June 28, 2012

Supreme Court Rules Individual Mandate is a Tax

The Supreme Court has upheld the President’s health care law’s individual mandate in a 5-4 decision authored by Chief Justice Roberts. Associate Justices Kagan, Ginsburg, Breyer and Sotomayor joined the majority opinion’s reasoning that Congress acted within its authority to tax when it enacted the law. The decision also upheld the Medicaid expansion statutory scheme, although the Court limited it to ensure its constitutional validity.

  • Anti-Injunction Act: As an initial matter, the Court determined that Congress did not intend for the AIA to preclude judicial consideration of the mandate. The Anti Injunction Act does not apply, and therefore did not bar the case from being decided.
  • Individual Mandate: This provision was upheld as a valid exercise of Congress’s taxing power (despite the President insisting that it was not a tax). The Court specifically held that the individual mandate was beyond Congress' commerce clause power.
  • Severability: The severability question was not reached, but the dissenting justices would have struck down the law in its entirety.
  • Medicaid Expansion: The law’s statutory scheme was upheld, but narrowed by the Court. Congress can offer funds to the States under the law to expand Medicaid and require states accepting such funds to comply with conditions on their use. Congress cannot penalize States who choose not to participate in the expansion by taking away their existing Medicaid funding.

There are three main points from today’s decision.

  • First, today’s decision confirms that, despite the President and Congressional Democrats specifically disclaiming that the law was being enacted under the tax authority, the health care reform law is a tax.
  • Second, the majority opinion reminds Americans that this law is the consequence of a political decision to have an Obama presidency and a Democratic Congress. The Chief Justice rightly stated, “We possess neither the expertise nor the prerogative to make policy judgments. Those decisions are entrusted to our Nation’s elected leaders, who can be thrown out of office if the people disagree with them. It is not our job to protect the people from the consequences of their political choices.”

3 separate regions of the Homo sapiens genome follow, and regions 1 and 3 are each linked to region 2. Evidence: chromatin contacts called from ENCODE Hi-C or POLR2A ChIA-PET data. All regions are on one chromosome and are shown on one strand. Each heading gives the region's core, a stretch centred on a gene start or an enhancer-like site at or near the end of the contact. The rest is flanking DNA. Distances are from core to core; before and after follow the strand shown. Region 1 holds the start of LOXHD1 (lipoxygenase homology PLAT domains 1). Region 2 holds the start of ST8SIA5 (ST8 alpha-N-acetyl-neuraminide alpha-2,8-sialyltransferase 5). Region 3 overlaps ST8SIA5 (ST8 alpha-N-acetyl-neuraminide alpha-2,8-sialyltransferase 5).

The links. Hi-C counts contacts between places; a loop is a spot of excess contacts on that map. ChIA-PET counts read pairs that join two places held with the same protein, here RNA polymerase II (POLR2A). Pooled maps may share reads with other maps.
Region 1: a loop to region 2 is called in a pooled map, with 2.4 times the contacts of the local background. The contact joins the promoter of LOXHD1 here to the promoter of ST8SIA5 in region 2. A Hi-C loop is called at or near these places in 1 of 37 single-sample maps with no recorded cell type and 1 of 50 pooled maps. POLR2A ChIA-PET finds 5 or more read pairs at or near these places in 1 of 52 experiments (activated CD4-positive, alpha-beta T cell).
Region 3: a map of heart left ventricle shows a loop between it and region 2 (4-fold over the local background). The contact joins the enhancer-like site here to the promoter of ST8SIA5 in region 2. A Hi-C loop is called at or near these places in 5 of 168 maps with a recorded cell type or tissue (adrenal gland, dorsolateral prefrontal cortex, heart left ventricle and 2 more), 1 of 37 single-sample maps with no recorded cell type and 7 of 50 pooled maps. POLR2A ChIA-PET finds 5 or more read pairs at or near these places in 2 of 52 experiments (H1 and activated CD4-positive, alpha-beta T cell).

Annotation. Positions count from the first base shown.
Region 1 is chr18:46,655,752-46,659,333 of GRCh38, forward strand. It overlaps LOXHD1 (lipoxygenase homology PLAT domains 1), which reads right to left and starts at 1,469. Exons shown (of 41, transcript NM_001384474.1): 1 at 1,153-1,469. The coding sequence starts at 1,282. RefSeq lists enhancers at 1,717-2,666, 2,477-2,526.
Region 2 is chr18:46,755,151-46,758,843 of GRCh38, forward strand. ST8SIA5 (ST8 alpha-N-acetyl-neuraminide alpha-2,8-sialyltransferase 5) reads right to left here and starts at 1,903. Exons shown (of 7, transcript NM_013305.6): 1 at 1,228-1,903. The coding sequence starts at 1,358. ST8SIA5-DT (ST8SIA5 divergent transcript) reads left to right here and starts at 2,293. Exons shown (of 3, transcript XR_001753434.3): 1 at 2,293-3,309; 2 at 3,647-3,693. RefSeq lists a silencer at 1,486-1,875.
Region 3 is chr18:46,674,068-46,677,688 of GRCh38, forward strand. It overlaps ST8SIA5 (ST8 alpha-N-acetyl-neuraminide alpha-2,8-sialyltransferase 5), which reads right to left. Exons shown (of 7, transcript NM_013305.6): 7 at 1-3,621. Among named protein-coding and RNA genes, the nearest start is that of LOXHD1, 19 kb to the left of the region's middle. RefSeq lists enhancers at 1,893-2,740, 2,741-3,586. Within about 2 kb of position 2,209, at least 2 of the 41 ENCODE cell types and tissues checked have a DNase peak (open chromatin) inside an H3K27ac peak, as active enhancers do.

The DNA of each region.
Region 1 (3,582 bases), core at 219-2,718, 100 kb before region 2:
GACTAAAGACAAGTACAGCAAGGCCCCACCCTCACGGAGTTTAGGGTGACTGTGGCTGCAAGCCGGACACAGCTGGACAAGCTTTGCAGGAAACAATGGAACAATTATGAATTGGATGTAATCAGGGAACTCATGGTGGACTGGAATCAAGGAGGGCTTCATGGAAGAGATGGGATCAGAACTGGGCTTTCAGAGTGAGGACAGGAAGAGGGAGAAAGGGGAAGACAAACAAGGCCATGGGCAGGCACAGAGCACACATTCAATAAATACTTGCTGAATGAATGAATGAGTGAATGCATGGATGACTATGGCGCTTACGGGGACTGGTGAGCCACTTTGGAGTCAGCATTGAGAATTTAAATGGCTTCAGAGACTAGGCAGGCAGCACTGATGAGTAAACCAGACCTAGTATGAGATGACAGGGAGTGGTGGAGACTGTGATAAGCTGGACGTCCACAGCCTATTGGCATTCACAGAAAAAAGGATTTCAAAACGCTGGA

• Third, despite today’s holding, the Court did put an end to the inexhaustible authority of Congress under the Commerce Clause. Two of the President’s appointees would have upheld the Act as valid under this authority, as would the other Democrat appointees.

The Court's reasoning on each of the main questions:

On the Question of the Individual Mandate

A majority held the indi¬vidual mandate is not a valid exercise of Congress’s power under the Commerce Clause and the Necessary and Proper Clause; however, the majority opinion by Chief Justice Roberts concludes that the individual mandate may be upheld as within Congress’s power under the Taxing Clause. As a consequence of the Court’s ruling today, Americans, whether they want it or not, will be compelled to purchase a product – health insurance – or pay a penalty.

The dissenting justices interpreted the Individual Mandate constitutes a penalty for constitutional purposes that is also a tax for constitutional purposes. The dissent argues that the Individual Mandate cannot be treated as both under the law. They find that for the purposes of the Affordable Care Act it is clearly a “penalty” and not a “tax.” As a result, they conclude the mandate could not be upheld under the Taxing Clause, despite the majority’s arguments to justify the decision.

On the Question of Medicaid Expansion

Under the President’s health care law, states will be obligated to expand Medicaid coverage to individuals who earn up to 133 percent of the federal poverty level starting in 2014. This was the most complicated part of the opinion, with a varying array of Justices differing on the Constitutionality of this provision, and what the Court should do if the provision were found unconstitutional.